The US Court of Appeals for the 5th Circuit upheld the verdict. It stated that “it has long allowed the government to do what it was doing here: withhold the additional cut” “when the accused tries to suppress evidence”. And the government could continue to do so, the appeals court added, even after a 2013 change to the commentary on federal sentencing guidelines on the matter. Longoria then came to the Supreme Court last fall and asked the judges to take his case.

Judge Sonia Sotomayor filed a statement regarding the decision not to allow review; Judge Neil Gorsuch joined her. Sotomayor stressed that Longoria’s case “implied an important and long-standing split between the appellate courts over the correct interpretation of the comment,” with most circles concluding that “a hearing on the repression is not a valid basis for opposing the reduction.” Sotomayor noted that six of the seven seats on the US Criminal Justice Commission are currently vacant and urged the commission to raise and resolve this issue in the near future so that the defendants are treated fairly.

Sotomayor, along with Justice Stephen Breyer, endorsed a statement from Justice Elena Kagan, who approved the refusal to review the case of Charles Thompson, a Texas inmate, whose motion to hear evidence on two allegations related to his death sentence from the 5th circuit . Thompson went to the Supreme Court in October asking the judges to consider the 5th Circuit’s interpretation of the circumstances under which a court may hold a post-conviction evidence hearing in a federal trial. However, the judges rejected this on Monday. Kagan wrote that Circuit 5 “may have falsely deprived Thompson of an evidence hearing,” but she still did not believe the Supreme Court should intervene, partly because it is not clear that a hearing ultimately mattered.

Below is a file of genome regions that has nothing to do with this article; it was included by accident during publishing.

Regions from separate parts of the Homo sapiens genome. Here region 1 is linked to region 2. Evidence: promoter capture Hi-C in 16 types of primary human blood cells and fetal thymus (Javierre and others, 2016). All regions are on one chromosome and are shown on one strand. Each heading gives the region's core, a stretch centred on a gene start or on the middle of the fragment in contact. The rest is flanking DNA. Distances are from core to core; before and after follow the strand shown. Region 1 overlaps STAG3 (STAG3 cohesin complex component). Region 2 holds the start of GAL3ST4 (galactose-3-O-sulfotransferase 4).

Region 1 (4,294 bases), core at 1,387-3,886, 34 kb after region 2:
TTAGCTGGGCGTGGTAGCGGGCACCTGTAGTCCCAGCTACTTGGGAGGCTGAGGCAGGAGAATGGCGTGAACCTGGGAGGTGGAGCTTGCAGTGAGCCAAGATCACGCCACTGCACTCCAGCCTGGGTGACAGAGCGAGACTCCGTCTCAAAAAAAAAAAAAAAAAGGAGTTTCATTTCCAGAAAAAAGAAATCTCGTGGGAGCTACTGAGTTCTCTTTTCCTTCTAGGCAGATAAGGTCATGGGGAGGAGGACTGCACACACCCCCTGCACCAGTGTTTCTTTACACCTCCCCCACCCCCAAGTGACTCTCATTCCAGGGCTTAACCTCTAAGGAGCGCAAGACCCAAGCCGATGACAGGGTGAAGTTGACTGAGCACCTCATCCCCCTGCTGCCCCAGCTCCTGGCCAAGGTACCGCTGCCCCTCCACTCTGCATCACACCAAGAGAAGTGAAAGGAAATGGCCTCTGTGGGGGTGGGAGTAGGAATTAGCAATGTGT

The sixth amendment guarantees “the right to a speedy and public trial”. In the Smith v Titus case, the Supreme Court on Monday rejected the case of a Minnesota man convicted of murder for the death of two people who broke into his home. During the trial of Byron Smith, before the jury was sworn in, the judge briefly closed the courtroom to the public to clarify a decision on Smith’s requests to allow testimony of a victim’s involvement in previous break-ins at his home. Smith argued that the decision to close the courtroom violated his rights under the Sixth Amendment. The Minnesota Supreme Court rejected this argument, and the federal courts denied Smith’s requests for post-conviction relief. Smith came before the Supreme Court in November claiming that the Supreme Court decision violated well-established Supreme Court rulings – the standard for post-conviction relief under federal law.

Sotomayor objected to the refusal to review. She expressed concern about what she called the “creeping courtroom closure” in the Minnesota court. She “regrets it[ted] the refusal of this court to give urgently needed guidance to the lower courts ”, she said that she had granted a review and reversed the decision of the lower court even without information and an oral hearing.

The judges will meet again for a private conference on Friday March 26th.

This post was originally published on Howe on the Court.